.

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Thanks for thes enlightening answers. I know have a clearer vision of what I need to do :

 

2 state machines : action and movement (where attack is an action and walk a movement), and a bunch of activities corresponding to combination of states.

A can have object can have of course only one activity at a time.

  1. Player start moving : action = Idle, movement = walk >> walk activity
  2. player pushes the attack button without releasing direction : action = attack, movement = walk >> attack activity
  3. attack animation ends, action return to idle and movement still = walk >> walk activity

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2 state machines : action and movement (where attack is an action and walk a movement), and a bunch of activities corresponding to combination of states.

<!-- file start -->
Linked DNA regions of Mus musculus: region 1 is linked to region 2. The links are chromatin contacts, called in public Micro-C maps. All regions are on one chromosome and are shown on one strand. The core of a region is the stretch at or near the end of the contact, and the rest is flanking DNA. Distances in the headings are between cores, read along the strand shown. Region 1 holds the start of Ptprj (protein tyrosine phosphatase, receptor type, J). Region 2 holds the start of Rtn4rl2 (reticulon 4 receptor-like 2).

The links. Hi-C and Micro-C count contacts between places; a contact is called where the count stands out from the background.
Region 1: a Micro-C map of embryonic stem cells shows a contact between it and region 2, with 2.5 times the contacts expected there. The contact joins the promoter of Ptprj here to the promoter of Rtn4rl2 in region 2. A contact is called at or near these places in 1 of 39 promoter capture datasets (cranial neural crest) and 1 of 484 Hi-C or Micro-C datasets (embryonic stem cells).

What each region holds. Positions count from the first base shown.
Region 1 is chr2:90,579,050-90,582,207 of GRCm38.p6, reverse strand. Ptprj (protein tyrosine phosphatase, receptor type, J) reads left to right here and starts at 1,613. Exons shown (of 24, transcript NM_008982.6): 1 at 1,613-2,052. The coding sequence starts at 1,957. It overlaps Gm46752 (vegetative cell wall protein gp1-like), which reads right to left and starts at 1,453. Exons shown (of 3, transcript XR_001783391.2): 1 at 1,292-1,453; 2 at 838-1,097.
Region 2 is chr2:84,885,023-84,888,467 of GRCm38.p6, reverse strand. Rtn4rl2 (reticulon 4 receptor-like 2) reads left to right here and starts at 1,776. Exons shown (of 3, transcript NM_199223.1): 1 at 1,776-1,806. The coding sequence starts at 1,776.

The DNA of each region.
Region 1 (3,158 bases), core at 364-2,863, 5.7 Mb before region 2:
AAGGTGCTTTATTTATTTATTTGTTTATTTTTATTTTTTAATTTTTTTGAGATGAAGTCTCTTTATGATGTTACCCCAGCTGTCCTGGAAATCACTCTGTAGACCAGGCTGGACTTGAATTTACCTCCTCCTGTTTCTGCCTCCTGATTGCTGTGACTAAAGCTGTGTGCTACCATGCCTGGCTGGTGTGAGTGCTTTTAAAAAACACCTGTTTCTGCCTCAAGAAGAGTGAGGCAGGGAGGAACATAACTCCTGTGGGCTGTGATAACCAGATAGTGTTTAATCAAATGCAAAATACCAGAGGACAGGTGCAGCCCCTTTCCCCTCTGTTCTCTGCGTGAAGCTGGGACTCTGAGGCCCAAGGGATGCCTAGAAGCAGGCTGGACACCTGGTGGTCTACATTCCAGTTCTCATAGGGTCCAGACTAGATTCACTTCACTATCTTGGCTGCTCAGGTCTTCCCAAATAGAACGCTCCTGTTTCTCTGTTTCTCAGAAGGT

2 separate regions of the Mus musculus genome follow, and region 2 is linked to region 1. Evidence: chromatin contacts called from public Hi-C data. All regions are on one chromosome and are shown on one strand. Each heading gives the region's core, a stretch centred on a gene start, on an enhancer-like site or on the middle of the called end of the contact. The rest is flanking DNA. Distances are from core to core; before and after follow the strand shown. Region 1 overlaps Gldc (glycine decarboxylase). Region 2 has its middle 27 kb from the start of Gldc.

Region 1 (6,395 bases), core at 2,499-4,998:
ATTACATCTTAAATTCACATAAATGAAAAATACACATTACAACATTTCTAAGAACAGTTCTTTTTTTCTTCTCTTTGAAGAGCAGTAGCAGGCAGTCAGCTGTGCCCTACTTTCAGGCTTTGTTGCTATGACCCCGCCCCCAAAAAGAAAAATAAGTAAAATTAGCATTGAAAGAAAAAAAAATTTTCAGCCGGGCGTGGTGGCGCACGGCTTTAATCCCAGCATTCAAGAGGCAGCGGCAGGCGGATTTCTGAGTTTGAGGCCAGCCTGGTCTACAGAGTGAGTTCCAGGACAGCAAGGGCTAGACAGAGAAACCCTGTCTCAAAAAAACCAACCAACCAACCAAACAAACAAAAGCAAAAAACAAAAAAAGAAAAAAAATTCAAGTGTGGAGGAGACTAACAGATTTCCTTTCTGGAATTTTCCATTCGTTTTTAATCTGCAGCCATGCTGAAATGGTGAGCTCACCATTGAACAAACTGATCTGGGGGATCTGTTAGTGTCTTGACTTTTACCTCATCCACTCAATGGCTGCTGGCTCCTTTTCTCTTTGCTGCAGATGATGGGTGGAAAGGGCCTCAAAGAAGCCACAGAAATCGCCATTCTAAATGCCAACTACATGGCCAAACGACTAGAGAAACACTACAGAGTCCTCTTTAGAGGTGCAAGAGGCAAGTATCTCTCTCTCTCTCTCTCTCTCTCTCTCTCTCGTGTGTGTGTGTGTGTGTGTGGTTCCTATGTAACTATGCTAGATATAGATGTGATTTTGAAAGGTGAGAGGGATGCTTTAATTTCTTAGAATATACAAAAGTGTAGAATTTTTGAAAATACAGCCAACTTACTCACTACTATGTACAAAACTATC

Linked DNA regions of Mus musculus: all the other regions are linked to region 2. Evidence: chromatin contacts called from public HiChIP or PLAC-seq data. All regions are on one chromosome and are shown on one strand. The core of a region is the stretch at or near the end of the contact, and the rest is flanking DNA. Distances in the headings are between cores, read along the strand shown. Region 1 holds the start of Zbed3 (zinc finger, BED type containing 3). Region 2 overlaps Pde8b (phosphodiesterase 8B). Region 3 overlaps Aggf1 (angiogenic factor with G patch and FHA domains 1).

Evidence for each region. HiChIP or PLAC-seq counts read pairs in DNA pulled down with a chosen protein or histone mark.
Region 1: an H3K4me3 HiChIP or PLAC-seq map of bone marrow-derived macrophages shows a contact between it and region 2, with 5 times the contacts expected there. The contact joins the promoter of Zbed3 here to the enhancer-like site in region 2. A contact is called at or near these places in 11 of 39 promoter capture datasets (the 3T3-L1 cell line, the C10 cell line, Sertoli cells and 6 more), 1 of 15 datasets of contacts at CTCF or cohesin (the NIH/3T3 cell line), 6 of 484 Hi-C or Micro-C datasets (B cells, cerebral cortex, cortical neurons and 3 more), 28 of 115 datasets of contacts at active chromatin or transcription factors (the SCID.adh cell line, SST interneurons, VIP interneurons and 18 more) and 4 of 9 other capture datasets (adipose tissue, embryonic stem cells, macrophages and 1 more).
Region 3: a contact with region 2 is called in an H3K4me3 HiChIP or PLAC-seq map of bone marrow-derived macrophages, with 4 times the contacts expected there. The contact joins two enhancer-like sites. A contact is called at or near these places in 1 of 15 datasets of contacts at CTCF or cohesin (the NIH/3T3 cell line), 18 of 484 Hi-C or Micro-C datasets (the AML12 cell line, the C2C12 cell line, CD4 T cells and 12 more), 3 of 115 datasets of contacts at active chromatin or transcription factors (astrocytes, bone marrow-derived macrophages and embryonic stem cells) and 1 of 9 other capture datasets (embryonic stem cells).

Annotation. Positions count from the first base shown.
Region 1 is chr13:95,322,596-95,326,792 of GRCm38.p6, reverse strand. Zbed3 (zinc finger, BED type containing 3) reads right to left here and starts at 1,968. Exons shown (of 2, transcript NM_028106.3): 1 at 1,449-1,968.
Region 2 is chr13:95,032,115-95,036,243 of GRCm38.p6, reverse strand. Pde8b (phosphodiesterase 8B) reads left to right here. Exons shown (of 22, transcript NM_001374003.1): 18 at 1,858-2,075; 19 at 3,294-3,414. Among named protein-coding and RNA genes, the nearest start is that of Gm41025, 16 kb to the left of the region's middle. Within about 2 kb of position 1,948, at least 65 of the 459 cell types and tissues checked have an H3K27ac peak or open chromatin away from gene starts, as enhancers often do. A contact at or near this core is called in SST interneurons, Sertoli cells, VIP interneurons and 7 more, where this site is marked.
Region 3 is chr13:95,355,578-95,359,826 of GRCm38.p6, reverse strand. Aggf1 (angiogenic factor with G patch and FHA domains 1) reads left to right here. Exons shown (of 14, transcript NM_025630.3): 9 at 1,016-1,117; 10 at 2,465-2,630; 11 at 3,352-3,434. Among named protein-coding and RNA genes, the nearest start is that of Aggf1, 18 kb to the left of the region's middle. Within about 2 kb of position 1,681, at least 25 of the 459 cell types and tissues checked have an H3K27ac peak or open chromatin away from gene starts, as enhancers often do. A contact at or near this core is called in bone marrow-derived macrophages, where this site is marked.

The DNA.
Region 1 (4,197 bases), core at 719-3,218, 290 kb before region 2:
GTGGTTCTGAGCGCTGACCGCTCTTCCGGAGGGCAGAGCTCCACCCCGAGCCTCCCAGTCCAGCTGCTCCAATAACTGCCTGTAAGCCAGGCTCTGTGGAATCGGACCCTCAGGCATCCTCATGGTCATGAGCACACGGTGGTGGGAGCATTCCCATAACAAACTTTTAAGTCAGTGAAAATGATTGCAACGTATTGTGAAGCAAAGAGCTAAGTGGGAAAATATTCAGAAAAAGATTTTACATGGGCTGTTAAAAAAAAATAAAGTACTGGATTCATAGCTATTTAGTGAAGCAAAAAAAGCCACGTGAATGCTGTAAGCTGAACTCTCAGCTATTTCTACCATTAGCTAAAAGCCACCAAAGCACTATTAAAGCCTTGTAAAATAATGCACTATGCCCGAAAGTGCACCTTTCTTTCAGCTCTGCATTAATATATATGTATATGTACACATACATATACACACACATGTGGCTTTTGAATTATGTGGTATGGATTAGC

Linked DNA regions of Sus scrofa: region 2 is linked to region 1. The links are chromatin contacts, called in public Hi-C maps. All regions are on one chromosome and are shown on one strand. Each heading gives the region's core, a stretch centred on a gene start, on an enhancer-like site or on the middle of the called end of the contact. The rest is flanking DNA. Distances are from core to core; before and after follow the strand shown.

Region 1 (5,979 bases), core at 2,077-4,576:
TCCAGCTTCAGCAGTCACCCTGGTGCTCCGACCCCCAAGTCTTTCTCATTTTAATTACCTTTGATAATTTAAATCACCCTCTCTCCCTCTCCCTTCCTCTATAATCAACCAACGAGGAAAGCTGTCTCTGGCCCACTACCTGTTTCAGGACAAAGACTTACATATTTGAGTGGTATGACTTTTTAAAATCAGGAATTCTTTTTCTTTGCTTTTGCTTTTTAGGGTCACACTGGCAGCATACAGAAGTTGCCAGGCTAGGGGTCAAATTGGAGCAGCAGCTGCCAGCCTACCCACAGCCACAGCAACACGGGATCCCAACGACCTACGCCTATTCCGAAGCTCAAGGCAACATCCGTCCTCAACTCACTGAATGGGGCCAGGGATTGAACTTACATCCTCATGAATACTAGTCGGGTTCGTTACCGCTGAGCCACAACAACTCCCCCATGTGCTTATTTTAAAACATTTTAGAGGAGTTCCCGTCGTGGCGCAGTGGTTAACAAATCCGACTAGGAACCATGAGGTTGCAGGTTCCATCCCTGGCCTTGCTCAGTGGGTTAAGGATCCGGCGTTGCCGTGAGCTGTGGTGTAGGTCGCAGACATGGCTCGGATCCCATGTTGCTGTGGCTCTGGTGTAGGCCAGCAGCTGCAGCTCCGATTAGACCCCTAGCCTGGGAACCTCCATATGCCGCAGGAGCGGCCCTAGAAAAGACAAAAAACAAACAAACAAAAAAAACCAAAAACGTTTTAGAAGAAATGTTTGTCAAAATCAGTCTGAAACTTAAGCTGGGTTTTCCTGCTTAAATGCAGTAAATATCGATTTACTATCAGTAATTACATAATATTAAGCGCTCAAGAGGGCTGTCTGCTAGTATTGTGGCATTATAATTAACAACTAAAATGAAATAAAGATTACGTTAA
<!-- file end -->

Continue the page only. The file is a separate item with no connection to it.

A can have object can have of course only one activity at a time.
That may be an option for your code, but it is not an option frequently taken in bigger games.  Usually locomotion (walking, running, sprinting, crawling, etc.) is considered an action or activity itself, and is not allowed to be mixed with other items.

 

If your game is built such that the two are truly independent, that is, an attack is entirely upper body and does not involve the legs at all, then it may work.  That will probably not work in practice, because compelling attack animations involve the full body. Without it either the swings will look feeble or the body will appear horribly out of balance.  I imagine their legs are daintily running while their arms are involved an a half-body body-slam, not slowing the legs nor using them for force or balance.